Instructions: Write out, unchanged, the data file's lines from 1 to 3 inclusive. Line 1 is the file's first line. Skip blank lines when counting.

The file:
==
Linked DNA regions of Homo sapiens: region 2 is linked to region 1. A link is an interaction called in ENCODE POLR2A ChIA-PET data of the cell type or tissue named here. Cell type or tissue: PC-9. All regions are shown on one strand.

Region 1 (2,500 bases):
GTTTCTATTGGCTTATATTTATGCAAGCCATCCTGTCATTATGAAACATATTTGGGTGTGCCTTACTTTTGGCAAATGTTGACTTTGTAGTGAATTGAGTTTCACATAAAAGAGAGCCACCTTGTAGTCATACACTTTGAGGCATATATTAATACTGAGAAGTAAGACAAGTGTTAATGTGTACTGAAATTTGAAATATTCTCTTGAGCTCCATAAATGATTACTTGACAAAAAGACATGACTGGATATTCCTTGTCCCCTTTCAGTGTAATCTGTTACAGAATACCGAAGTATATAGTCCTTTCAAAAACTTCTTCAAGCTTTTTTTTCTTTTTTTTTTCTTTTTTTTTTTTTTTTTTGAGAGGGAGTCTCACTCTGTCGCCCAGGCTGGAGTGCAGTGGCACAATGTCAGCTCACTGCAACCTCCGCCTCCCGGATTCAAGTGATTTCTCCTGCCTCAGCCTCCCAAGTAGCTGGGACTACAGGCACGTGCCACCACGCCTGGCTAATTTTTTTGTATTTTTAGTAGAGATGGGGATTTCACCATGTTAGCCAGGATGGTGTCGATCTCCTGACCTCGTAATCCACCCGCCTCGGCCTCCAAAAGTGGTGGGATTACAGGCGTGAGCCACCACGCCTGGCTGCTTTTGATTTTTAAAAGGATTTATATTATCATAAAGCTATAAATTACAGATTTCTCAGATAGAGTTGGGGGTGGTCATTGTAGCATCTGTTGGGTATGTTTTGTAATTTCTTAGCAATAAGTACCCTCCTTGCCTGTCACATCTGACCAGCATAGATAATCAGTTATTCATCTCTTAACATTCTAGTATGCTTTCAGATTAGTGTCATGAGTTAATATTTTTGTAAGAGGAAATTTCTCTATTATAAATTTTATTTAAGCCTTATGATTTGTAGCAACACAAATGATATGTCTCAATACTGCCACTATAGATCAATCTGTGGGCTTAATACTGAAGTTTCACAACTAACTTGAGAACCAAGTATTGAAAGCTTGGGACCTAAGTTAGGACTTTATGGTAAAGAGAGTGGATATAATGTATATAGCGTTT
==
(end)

Linked DNA regions of Homo sapiens: region 2 is linked to region 1. A link is an interaction called in ENCODE POLR2A ChIA-PET data of the cell type or tissue named here. Cell type or tissue: PC-9. All regions are shown on one strand.

Region 1 (2,500 bases):
GTTTCTATTGGCTTATATTTATGCAAGCCATCCTGTCATTATGAAACATATTTGGGTGTGCCTTACTTTTGGCAAATGTTGACTTTGTAGTGAATTGAGTTTCACATAAAAGAGAGCCACCTTGTAGTCATACACTTTGAGGCATATATTAATACTGAGAAGTAAGACAAGTGTTAATGTGTACTGAAATTTGAAATATTCTCTTGAGCTCCATAAATGATTACTTGACAAAAAGACATGACTGGATATTCCTTGTCCCCTTTCAGTGTAATCTGTTACAGAATACCGAAGTATATAGTCCTTTCAAAAACTTCTTCAAGCTTTTTTTTCTTTTTTTTTTCTTTTTTTTTTTTTTTTTTGAGAGGGAGTCTCACTCTGTCGCCCAGGCTGGAGTGCAGTGGCACAATGTCAGCTCACTGCAACCTCCGCCTCCCGGATTCAAGTGATTTCTCCTGCCTCAGCCTCCCAAGTAGCTGGGACTACAGGCACGTGCCACCACGCCTGGCTAATTTTTTTGTATTTTTAGTAGAGATGGGGATTTCACCATGTTAGCCAGGATGGTGTCGATCTCCTGACCTCGTAATCCACCCGCCTCGGCCTCCAAAAGTGGTGGGATTACAGGCGTGAGCCACCACGCCTGGCTGCTTTTGATTTTTAAAAGGATTTATATTATCATAAAGCTATAAATTACAGATTTCTCAGATAGAGTTGGGGGTGGTCATTGTAGCATCTGTTGGGTATGTTTTGTAATTTCTTAGCAATAAGTACCCTCCTTGCCTGTCACATCTGACCAGCATAGATAATCAGTTATTCATCTCTTAACATTCTAGTATGCTTTCAGATTAGTGTCATGAGTTAATATTTTTGTAAGAGGAAATTTCTCTATTATAAATTTTATTTAAGCCTTATGATTTGTAGCAACACAAATGATATGTCTCAATACTGCCACTATAGATCAATCTGTGGGCTTAATACTGAAGTTTCACAACTAACTTGAGAACCAAGTATTGAAAGCTTGGGACCTAAGTTAGGACTTTATGGTAAAGAGAGTGGATATAATGTATATAGCGTTT